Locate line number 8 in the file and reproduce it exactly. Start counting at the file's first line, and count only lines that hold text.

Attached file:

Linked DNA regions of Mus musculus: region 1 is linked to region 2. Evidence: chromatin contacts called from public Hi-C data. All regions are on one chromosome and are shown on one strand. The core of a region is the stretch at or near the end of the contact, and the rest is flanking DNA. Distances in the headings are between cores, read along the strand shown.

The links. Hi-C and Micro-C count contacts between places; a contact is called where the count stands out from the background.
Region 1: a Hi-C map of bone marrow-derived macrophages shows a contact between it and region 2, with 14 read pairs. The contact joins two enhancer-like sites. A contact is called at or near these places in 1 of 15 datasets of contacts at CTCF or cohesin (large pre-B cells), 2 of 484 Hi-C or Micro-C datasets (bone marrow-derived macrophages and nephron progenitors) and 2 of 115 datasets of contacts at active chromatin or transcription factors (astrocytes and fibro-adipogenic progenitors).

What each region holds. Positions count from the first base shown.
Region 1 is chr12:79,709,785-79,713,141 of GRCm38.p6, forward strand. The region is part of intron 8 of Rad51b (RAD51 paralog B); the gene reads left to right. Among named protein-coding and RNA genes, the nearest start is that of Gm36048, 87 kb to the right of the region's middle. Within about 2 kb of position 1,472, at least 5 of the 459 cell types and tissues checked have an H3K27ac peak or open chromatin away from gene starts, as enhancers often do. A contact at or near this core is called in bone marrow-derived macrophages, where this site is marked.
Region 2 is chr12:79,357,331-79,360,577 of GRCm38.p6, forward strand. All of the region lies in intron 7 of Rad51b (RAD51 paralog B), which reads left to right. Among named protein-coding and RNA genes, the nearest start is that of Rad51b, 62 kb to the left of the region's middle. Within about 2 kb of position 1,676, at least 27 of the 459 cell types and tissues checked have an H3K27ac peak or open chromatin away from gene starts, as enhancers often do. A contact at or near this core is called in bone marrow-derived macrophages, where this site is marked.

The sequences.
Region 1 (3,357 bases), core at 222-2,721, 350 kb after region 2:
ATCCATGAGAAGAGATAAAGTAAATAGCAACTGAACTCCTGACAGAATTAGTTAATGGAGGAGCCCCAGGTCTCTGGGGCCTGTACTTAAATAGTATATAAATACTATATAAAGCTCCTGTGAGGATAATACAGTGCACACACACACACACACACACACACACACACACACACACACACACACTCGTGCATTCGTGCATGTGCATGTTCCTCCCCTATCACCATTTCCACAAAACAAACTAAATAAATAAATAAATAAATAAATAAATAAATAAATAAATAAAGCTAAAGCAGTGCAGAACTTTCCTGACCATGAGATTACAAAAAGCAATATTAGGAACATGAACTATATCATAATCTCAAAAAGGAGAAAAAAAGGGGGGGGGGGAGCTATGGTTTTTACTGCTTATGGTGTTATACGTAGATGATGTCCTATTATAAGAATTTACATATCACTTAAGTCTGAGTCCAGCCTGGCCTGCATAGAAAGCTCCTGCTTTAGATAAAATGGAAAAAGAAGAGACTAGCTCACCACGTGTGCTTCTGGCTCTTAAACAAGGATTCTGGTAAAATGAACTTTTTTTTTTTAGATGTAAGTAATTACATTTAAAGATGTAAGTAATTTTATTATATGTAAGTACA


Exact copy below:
Region 1 (3,357 bases), core at 222-2,721, 350 kb after region 2: